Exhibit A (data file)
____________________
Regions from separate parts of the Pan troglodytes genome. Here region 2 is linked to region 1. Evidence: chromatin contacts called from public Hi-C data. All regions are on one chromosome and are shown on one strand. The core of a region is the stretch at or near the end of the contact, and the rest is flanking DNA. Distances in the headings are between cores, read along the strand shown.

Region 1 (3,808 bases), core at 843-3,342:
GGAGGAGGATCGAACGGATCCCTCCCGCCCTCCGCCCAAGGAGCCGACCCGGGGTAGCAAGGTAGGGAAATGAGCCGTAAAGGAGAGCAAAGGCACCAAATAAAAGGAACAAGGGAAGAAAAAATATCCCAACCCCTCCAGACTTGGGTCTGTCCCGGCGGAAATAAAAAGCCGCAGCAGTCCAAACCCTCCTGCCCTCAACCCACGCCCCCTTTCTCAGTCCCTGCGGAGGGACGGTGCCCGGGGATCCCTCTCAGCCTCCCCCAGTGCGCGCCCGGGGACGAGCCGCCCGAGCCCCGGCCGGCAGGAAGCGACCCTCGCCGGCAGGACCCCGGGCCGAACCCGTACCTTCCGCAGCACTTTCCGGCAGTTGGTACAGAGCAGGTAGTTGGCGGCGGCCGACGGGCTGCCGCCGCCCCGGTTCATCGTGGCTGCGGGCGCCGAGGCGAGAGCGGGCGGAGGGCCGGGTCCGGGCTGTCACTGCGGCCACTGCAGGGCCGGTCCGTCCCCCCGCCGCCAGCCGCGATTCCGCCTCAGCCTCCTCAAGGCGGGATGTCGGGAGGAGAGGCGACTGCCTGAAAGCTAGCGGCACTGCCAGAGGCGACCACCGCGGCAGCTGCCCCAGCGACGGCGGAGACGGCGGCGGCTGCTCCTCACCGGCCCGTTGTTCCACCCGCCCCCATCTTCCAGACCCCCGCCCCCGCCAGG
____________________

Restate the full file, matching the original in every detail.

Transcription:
Regions from separate parts of the Pan troglodytes genome. Here region 2 is linked to region 1. Evidence: chromatin contacts called from public Hi-C data. All regions are on one chromosome and are shown on one strand. The core of a region is the stretch at or near the end of the contact, and the rest is flanking DNA. Distances in the headings are between cores, read along the strand shown.

Region 1 (3,808 bases), core at 843-3,342:
GGAGGAGGATCGAACGGATCCCTCCCGCCCTCCGCCCAAGGAGCCGACCCGGGGTAGCAAGGTAGGGAAATGAGCCGTAAAGGAGAGCAAAGGCACCAAATAAAAGGAACAAGGGAAGAAAAAATATCCCAACCCCTCCAGACTTGGGTCTGTCCCGGCGGAAATAAAAAGCCGCAGCAGTCCAAACCCTCCTGCCCTCAACCCACGCCCCCTTTCTCAGTCCCTGCGGAGGGACGGTGCCCGGGGATCCCTCTCAGCCTCCCCCAGTGCGCGCCCGGGGACGAGCCGCCCGAGCCCCGGCCGGCAGGAAGCGACCCTCGCCGGCAGGACCCCGGGCCGAACCCGTACCTTCCGCAGCACTTTCCGGCAGTTGGTACAGAGCAGGTAGTTGGCGGCGGCCGACGGGCTGCCGCCGCCCCGGTTCATCGTGGCTGCGGGCGCCGAGGCGAGAGCGGGCGGAGGGCCGGGTCCGGGCTGTCACTGCGGCCACTGCAGGGCCGGTCCGTCCCCCCGCCGCCAGCCGCGATTCCGCCTCAGCCTCCTCAAGGCGGGATGTCGGGAGGAGAGGCGACTGCCTGAAAGCTAGCGGCACTGCCAGAGGCGACCACCGCGGCAGCTGCCCCAGCGACGGCGGAGACGGCGGCGGCTGCTCCTCACCGGCCCGTTGTTCCACCCGCCCCCATCTTCCAGACCCCCGCCCCCGCCAGG